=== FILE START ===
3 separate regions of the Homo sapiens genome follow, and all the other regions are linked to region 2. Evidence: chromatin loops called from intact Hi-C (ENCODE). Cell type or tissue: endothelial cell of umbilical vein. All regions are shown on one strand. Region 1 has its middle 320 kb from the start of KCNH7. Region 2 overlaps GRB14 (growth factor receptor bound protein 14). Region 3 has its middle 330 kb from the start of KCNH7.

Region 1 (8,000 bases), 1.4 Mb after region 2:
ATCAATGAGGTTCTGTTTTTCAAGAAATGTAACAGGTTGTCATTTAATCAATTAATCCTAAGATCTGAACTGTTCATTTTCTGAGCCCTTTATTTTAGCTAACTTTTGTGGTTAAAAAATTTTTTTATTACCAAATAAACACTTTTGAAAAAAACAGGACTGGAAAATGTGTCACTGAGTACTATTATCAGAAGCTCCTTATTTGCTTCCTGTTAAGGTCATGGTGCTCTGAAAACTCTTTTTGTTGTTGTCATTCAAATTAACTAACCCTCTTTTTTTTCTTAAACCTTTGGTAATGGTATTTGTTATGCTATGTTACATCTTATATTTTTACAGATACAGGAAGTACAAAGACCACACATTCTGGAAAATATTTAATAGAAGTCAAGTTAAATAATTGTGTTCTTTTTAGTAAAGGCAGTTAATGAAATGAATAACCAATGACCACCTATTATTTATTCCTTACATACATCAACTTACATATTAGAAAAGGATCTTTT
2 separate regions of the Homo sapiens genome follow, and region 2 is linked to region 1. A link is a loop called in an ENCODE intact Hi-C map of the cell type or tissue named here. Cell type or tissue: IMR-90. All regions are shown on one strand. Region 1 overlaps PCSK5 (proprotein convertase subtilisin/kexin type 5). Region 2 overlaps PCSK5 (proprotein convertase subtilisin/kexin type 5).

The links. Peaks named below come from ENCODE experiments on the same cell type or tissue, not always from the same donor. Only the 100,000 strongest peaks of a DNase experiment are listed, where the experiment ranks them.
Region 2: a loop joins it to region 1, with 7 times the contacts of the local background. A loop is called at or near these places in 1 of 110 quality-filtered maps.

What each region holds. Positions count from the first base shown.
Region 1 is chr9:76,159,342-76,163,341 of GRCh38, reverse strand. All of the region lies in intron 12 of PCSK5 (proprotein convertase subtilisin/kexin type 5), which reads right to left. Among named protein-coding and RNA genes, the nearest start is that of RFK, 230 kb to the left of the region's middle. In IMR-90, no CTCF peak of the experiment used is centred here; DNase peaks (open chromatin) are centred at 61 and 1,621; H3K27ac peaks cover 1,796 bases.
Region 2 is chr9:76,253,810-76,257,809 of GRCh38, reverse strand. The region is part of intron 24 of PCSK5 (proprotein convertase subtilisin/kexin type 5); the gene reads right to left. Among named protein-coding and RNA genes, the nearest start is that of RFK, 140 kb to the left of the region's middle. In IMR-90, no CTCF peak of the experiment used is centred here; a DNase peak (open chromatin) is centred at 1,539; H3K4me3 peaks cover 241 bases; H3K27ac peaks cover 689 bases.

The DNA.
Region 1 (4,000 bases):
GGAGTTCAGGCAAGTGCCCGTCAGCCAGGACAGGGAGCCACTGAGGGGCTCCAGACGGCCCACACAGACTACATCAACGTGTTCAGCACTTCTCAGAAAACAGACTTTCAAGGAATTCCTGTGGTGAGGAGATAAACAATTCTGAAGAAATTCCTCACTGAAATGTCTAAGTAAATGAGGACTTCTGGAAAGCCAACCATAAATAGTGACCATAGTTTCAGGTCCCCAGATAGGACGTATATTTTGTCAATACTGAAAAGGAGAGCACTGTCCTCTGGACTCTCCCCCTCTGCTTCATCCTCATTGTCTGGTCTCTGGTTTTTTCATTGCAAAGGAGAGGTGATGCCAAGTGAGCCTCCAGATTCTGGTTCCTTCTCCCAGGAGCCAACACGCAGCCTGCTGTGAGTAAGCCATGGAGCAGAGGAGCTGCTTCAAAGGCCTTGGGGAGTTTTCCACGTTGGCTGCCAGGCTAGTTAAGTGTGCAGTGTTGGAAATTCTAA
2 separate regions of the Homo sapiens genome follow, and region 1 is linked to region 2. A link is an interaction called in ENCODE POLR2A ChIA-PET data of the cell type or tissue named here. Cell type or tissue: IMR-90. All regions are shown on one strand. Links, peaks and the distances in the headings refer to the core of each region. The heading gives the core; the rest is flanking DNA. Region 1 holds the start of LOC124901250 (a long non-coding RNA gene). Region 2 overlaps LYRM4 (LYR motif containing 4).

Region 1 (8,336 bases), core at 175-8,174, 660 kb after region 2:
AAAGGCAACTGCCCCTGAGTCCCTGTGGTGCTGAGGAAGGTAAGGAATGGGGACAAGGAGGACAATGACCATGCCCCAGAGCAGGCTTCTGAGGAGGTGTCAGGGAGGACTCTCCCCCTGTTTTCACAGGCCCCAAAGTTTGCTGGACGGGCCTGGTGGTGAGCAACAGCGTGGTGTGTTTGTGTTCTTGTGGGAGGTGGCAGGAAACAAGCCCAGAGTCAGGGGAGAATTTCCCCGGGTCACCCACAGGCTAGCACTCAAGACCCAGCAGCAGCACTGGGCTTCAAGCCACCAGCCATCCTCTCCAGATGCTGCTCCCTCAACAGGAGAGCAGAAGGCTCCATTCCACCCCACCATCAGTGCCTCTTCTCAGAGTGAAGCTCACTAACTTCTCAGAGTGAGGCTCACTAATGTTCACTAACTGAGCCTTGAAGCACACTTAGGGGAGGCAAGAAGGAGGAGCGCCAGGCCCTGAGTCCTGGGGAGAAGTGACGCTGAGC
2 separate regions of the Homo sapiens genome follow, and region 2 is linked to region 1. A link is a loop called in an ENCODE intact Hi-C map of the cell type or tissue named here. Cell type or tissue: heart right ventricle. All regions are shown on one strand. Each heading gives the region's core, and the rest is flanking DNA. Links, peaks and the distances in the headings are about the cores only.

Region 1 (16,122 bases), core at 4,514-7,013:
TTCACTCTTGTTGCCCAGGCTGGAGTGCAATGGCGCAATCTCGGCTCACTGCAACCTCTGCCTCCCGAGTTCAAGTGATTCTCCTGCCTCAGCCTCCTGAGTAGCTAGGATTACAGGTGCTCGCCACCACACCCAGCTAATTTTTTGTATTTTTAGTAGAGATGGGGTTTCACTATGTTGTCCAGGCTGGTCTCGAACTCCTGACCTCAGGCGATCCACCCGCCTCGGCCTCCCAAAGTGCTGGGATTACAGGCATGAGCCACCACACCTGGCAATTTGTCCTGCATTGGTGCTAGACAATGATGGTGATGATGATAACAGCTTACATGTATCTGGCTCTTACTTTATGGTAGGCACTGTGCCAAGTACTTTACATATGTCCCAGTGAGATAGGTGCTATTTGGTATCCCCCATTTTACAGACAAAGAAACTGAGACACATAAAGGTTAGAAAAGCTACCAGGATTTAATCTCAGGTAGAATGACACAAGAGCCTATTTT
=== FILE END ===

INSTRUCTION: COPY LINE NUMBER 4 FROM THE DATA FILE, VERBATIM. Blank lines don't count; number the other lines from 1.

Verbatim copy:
2 separate regions of the Homo sapiens genome follow, and region 2 is linked to region 1. A link is a loop called in an ENCODE intact Hi-C map of the cell type or tissue named here. Cell type or tissue: IMR-90. All regions are shown on one strand. Region 1 overlaps PCSK5 (proprotein convertase subtilisin/kexin type 5). Region 2 overlaps PCSK5 (proprotein convertase subtilisin/kexin type 5).